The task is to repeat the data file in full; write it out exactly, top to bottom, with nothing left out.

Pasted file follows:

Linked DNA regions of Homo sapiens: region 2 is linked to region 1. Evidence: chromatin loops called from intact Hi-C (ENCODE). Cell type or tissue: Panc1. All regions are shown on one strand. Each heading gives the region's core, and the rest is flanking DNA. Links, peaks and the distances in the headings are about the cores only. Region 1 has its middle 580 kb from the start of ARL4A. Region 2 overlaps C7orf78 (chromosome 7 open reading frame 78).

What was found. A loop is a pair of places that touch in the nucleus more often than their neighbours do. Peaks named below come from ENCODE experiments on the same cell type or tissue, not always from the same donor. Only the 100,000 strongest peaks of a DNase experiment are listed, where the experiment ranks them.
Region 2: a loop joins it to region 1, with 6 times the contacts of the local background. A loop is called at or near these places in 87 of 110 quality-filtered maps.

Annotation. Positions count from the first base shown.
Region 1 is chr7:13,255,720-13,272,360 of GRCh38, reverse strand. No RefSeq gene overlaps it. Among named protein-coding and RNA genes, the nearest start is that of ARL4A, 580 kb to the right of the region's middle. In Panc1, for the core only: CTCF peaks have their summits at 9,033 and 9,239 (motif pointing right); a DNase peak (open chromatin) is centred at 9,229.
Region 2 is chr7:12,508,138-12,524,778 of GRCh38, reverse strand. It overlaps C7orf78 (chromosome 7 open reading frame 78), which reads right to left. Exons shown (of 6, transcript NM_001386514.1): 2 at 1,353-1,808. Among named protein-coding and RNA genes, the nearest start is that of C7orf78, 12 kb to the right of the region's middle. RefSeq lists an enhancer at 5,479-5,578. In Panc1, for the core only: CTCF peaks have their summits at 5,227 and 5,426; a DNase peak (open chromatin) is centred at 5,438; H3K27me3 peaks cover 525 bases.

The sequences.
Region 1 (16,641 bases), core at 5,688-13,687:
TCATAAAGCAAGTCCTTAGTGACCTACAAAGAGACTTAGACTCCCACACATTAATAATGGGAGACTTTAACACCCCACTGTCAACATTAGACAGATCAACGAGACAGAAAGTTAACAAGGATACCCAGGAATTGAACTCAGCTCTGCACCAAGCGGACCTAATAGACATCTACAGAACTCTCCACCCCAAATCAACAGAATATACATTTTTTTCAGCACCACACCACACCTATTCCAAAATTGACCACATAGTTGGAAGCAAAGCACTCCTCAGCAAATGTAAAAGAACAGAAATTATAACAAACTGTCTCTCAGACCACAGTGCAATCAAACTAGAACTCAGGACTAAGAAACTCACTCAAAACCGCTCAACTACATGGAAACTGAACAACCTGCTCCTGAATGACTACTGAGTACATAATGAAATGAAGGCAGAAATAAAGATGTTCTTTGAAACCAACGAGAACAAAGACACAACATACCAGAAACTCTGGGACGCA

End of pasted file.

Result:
Linked DNA regions of Homo sapiens: region 2 is linked to region 1. Evidence: chromatin loops called from intact Hi-C (ENCODE). Cell type or tissue: Panc1. All regions are shown on one strand. Each heading gives the region's core, and the rest is flanking DNA. Links, peaks and the distances in the headings are about the cores only. Region 1 has its middle 580 kb from the start of ARL4A. Region 2 overlaps C7orf78 (chromosome 7 open reading frame 78).

What was found. A loop is a pair of places that touch in the nucleus more often than their neighbours do. Peaks named below come from ENCODE experiments on the same cell type or tissue, not always from the same donor. Only the 100,000 strongest peaks of a DNase experiment are listed, where the experiment ranks them.
Region 2: a loop joins it to region 1, with 6 times the contacts of the local background. A loop is called at or near these places in 87 of 110 quality-filtered maps.

Annotation. Positions count from the first base shown.
Region 1 is chr7:13,255,720-13,272,360 of GRCh38, reverse strand. No RefSeq gene overlaps it. Among named protein-coding and RNA genes, the nearest start is that of ARL4A, 580 kb to the right of the region's middle. In Panc1, for the core only: CTCF peaks have their summits at 9,033 and 9,239 (motif pointing right); a DNase peak (open chromatin) is centred at 9,229.
Region 2 is chr7:12,508,138-12,524,778 of GRCh38, reverse strand. It overlaps C7orf78 (chromosome 7 open reading frame 78), which reads right to left. Exons shown (of 6, transcript NM_001386514.1): 2 at 1,353-1,808. Among named protein-coding and RNA genes, the nearest start is that of C7orf78, 12 kb to the right of the region's middle. RefSeq lists an enhancer at 5,479-5,578. In Panc1, for the core only: CTCF peaks have their summits at 5,227 and 5,426; a DNase peak (open chromatin) is centred at 5,438; H3K27me3 peaks cover 525 bases.

The sequences.
Region 1 (16,641 bases), core at 5,688-13,687:
TCATAAAGCAAGTCCTTAGTGACCTACAAAGAGACTTAGACTCCCACACATTAATAATGGGAGACTTTAACACCCCACTGTCAACATTAGACAGATCAACGAGACAGAAAGTTAACAAGGATACCCAGGAATTGAACTCAGCTCTGCACCAAGCGGACCTAATAGACATCTACAGAACTCTCCACCCCAAATCAACAGAATATACATTTTTTTCAGCACCACACCACACCTATTCCAAAATTGACCACATAGTTGGAAGCAAAGCACTCCTCAGCAAATGTAAAAGAACAGAAATTATAACAAACTGTCTCTCAGACCACAGTGCAATCAAACTAGAACTCAGGACTAAGAAACTCACTCAAAACCGCTCAACTACATGGAAACTGAACAACCTGCTCCTGAATGACTACTGAGTACATAATGAAATGAAGGCAGAAATAAAGATGTTCTTTGAAACCAACGAGAACAAAGACACAACATACCAGAAACTCTGGGACGCA